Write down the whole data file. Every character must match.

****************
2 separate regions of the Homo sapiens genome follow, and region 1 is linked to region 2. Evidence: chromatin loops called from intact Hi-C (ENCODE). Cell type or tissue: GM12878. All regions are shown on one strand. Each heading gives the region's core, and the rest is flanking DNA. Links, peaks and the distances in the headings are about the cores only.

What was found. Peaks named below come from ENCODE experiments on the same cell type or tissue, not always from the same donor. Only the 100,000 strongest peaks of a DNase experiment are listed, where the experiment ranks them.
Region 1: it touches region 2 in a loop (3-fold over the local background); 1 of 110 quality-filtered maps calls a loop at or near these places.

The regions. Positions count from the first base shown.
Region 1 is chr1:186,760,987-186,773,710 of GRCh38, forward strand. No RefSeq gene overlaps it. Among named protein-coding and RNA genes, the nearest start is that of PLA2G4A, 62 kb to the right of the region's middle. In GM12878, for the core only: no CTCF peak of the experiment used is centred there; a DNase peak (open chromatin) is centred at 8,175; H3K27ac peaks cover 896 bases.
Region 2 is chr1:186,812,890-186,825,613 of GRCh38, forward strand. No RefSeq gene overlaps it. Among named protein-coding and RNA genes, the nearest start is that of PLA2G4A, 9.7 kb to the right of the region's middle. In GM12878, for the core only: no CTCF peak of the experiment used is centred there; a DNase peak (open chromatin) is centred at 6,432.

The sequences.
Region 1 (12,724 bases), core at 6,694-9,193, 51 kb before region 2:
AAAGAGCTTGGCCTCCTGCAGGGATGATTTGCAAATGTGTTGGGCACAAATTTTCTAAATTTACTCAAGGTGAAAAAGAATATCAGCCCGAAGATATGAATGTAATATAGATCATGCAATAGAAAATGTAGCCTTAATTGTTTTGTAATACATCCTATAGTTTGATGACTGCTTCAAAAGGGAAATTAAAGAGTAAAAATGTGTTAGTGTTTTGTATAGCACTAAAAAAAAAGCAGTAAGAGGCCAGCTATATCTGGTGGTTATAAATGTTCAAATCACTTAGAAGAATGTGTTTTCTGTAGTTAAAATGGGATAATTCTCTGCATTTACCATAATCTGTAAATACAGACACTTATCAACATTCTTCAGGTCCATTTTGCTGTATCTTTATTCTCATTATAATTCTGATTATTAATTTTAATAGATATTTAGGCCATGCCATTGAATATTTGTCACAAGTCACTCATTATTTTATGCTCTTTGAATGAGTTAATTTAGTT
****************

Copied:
2 separate regions of the Homo sapiens genome follow, and region 1 is linked to region 2. Evidence: chromatin loops called from intact Hi-C (ENCODE). Cell type or tissue: GM12878. All regions are shown on one strand. Each heading gives the region's core, and the rest is flanking DNA. Links, peaks and the distances in the headings are about the cores only.

What was found. Peaks named below come from ENCODE experiments on the same cell type or tissue, not always from the same donor. Only the 100,000 strongest peaks of a DNase experiment are listed, where the experiment ranks them.
Region 1: it touches region 2 in a loop (3-fold over the local background); 1 of 110 quality-filtered maps calls a loop at or near these places.

The regions. Positions count from the first base shown.
Region 1 is chr1:186,760,987-186,773,710 of GRCh38, forward strand. No RefSeq gene overlaps it. Among named protein-coding and RNA genes, the nearest start is that of PLA2G4A, 62 kb to the right of the region's middle. In GM12878, for the core only: no CTCF peak of the experiment used is centred there; a DNase peak (open chromatin) is centred at 8,175; H3K27ac peaks cover 896 bases.
Region 2 is chr1:186,812,890-186,825,613 of GRCh38, forward strand. No RefSeq gene overlaps it. Among named protein-coding and RNA genes, the nearest start is that of PLA2G4A, 9.7 kb to the right of the region's middle. In GM12878, for the core only: no CTCF peak of the experiment used is centred there; a DNase peak (open chromatin) is centred at 6,432.

The sequences.
Region 1 (12,724 bases), core at 6,694-9,193, 51 kb before region 2:
AAAGAGCTTGGCCTCCTGCAGGGATGATTTGCAAATGTGTTGGGCACAAATTTTCTAAATTTACTCAAGGTGAAAAAGAATATCAGCCCGAAGATATGAATGTAATATAGATCATGCAATAGAAAATGTAGCCTTAATTGTTTTGTAATACATCCTATAGTTTGATGACTGCTTCAAAAGGGAAATTAAAGAGTAAAAATGTGTTAGTGTTTTGTATAGCACTAAAAAAAAAGCAGTAAGAGGCCAGCTATATCTGGTGGTTATAAATGTTCAAATCACTTAGAAGAATGTGTTTTCTGTAGTTAAAATGGGATAATTCTCTGCATTTACCATAATCTGTAAATACAGACACTTATCAACATTCTTCAGGTCCATTTTGCTGTATCTTTATTCTCATTATAATTCTGATTATTAATTTTAATAGATATTTAGGCCATGCCATTGAATATTTGTCACAAGTCACTCATTATTTTATGCTCTTTGAATGAGTTAATTTAGTT